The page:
Helenius has calculated that it would take 42 nuclear plants to produce the amount of energy consumed by Finnish fields every year in food production.
“We have at our disposal this huge green solar panel that we have to use ecologically. If that is not bioenergy, I don’t know what is.”
Helenius believes there are already signs of change in the air.
“When I started as a professor of agroecology in the 1990s, I was seen as a green fanatic. Some researchers considered fields substrates instead of ecosystems. Today, the problems associated with agriculture are so evident that all of my colleagues understand the situation and are looking for viable solutions.”
The effect of subsidies
The environmental friendliness of agriculture does not come down solely to the choices that farmers make. It is also affected by international agreements, agricultural subsidies and consumer pressure.
When the EU concludes free trade agreements, it lowers its agricultural tariffs to gain access to the other party’s markets for its industrial products. This lowers the price of food in the EU, which is a benefit for citizens but harmful to producers.
At the moment, World Trade Organization agreements do not allow for favouring or discriminating against certain goods on the basis of environmental friendliness. The EU has the ability to influence such agreements through the WTO, but it is unlikely to get all participating countries to accept any restrictions.
Thanks to subsidies awarded to producers, higher environmental standards can be maintained within the EU. The bloc’s agricultural policy is currently under reform, with the Commission proposing a greater freedom for member states to make decisions pertaining to their agricultural activity. This enables the establishment of both more ambitious environmental standards and those that barely pass muster.
“Is it time for Finland to take a bold step and start making its agriculture more environmentally friendly?” asks Jyrki Niemi, research professor at Natural Resources Institute Finland.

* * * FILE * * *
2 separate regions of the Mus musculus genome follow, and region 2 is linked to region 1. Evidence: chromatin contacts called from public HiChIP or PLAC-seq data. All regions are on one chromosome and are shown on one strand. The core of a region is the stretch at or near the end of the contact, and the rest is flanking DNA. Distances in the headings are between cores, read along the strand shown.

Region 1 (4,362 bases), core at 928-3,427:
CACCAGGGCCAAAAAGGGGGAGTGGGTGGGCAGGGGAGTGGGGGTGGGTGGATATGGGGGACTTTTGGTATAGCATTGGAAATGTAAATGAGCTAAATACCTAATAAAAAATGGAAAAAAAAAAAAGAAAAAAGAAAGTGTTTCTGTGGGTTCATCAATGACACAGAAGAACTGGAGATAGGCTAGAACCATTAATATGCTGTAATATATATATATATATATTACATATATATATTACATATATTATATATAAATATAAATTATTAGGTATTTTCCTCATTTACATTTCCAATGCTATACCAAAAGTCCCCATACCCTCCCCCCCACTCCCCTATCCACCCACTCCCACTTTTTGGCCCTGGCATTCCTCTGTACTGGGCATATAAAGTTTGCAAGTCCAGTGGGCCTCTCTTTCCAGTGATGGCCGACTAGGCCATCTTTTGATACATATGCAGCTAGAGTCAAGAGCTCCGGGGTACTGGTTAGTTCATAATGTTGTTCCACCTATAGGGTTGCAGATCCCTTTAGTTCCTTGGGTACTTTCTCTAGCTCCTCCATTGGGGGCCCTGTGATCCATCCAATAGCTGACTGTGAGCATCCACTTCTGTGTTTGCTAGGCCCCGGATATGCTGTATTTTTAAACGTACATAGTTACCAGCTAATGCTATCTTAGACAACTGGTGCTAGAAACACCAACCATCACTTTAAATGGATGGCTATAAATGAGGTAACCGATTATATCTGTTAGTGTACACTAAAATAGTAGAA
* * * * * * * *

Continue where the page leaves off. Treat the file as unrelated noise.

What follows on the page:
The granting of EU agricultural subsidies could be more closely linked with the fulfilment of environmental requirements. These concern aspects such as fertiliser use, buffer zones, biodiversity protection and animal welfare. In Finland, the subsidies compose roughly one-third of all agricultural revenue, making them a significant factor.
Niemi points out that consumers should also be prepared to pay a slightly higher price for environmentally friendly food. Finns have kept their appreciation for domestic food up to now, with 70% of the money spent by Finns on food staying in the country.
Meat without animals
The climate emissions generated by beef is a hot topic. What if, instead of coming from animals, meat was grown from cells in a bioreactor?
Hanna Tuomisto, associate professor of sustainable food systems, has studied the environmental impact of cellular agriculture, the production of goods from animal cells as well as goods produced by cells, such as milk protein produced by microbes.
The upsides of this field include the preservation of land area and biodiversity, while the downside would be energy consumption, potentially even greater than in animal production.
“What is crucial for the environment is whether there is enough renewable energy available for cellular agriculture, as that is also needed to replace fossil fuels.”
Tuomisto has drawn up an estimate in which a fictional farm relinquishes its dairy cattle and starts to produce cell-cultured milk and meat in bioreactors. The energy consumed by the reactors comes from biogas produced at the farm by converting a lawn into fertiliser. The plants needed as nutrients in the cell culture are grown on the farm.
“In this estimate, the climate emissions per protein unit were reduced to a fraction of the original figures.”
However, cultured meat has a long journey ahead before it arrives on the plate. What remains uncertain so far is what amount of nutrients will be needed by the cells, what kind of solution is suitable for their culture and how the price could be sunk to a sufficiently low level. Meat culture has not been experimented with at the University of Helsinki, but Tuomisto has visited the laboratory of cultured meat pioneer Mark Post in Maastricht.
“I saw a piece of meat worth €40,000. I asked the researcher exhibiting it whether they had ever tasted the meat they had cultured. They hadn’t. That tells you where we are at right now.”
Artificial milk and other goods produced by microbes may arrive at the store shelf before cultured meat. The technology and processes are already there; the only thing is missing is the authorisation to market them as food in Europe. And, of course, the consumers’ desire to purchase them.
The article has been published in Finnish in the 1/2020 issue of Yliopisto magazine.